Jarisch-Herxheimer reaction

Jarisch-Herxheimer reaction

A Jarisch-Herxheimer reaction is a reaction to endotoxin-like products released by the death of harmful bacteria during antibiotic treatment. The release of these bacterial toxins results in a systemic inflammatory response. A Jarisch Herxheimer reaction is usually not life-threatening.


A Jarisch-Herxheimer reaction usually starts between 24-72 hours after the start of antibiotic therapy of Lyme disease and can cause fever, chills, stiffness/rigor, muscle pain, hypotension, headache, heart palpitations, hyperventilation and anxiety. The intensity of the reaction indicates the severity of the inflammation.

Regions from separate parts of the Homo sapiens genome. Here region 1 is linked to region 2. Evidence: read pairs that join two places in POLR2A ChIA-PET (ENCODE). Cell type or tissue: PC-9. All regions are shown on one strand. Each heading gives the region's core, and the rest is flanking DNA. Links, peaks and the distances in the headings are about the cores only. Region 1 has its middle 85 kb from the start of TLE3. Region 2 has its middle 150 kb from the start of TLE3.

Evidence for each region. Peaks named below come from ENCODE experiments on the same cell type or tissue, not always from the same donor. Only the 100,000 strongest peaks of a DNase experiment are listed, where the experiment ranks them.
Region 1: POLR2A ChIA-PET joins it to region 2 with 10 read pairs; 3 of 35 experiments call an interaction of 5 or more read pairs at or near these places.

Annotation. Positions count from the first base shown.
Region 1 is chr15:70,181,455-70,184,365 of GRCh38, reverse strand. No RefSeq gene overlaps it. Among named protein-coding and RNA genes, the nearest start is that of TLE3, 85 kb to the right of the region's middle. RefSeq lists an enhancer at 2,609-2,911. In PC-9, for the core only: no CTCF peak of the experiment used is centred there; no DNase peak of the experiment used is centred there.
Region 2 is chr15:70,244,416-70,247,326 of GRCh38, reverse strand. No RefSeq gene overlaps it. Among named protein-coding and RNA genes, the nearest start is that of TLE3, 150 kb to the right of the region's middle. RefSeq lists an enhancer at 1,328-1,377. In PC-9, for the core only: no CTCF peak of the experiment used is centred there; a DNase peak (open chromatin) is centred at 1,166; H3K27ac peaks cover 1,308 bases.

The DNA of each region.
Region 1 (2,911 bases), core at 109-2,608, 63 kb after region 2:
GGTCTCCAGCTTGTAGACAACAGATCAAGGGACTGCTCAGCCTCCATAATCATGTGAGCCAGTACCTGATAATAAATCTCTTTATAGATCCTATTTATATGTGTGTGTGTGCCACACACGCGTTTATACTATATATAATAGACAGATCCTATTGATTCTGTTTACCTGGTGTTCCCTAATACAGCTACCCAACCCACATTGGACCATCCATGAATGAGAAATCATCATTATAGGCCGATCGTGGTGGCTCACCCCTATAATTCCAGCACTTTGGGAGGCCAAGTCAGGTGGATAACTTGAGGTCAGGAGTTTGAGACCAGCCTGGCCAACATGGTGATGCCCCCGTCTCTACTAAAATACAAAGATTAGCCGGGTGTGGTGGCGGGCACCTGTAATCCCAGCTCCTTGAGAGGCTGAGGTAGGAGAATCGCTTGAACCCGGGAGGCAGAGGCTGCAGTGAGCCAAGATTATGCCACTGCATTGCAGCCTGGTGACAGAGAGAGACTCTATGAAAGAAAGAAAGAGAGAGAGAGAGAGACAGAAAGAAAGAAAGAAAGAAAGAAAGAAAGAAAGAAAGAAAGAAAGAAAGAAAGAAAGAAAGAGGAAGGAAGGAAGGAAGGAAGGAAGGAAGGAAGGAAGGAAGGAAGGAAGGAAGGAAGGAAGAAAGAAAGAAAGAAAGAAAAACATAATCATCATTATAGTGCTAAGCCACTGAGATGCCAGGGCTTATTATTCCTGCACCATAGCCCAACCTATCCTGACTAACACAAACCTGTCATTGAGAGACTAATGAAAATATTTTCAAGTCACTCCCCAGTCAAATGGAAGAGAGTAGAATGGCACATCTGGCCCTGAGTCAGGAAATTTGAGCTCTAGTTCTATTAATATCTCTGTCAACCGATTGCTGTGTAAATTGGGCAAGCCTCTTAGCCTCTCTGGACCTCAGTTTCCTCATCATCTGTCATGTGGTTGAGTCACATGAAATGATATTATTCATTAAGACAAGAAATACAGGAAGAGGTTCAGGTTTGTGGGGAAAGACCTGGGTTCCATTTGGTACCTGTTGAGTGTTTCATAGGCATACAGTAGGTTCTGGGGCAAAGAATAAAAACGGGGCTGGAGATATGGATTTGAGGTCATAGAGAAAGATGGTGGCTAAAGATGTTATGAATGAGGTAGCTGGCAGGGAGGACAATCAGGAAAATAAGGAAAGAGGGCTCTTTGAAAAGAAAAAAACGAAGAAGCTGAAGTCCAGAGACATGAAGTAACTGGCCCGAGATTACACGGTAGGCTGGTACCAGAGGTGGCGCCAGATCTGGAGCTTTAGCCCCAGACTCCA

A Jarisch-Herxheimer reaction is associated with the treatment of syphilis, leptospirosis, Lyme disease and relapsing fever. There have been reports of a Jarisch-Herxheimer reaction accompanying treatment of infections such as Q-fever, bartonellosis and brucellosis.


Ibuprofen, aspirin or acetaminophen can be taken to minimize the reaction. Drinking enough fluids and taking rest are also recommended.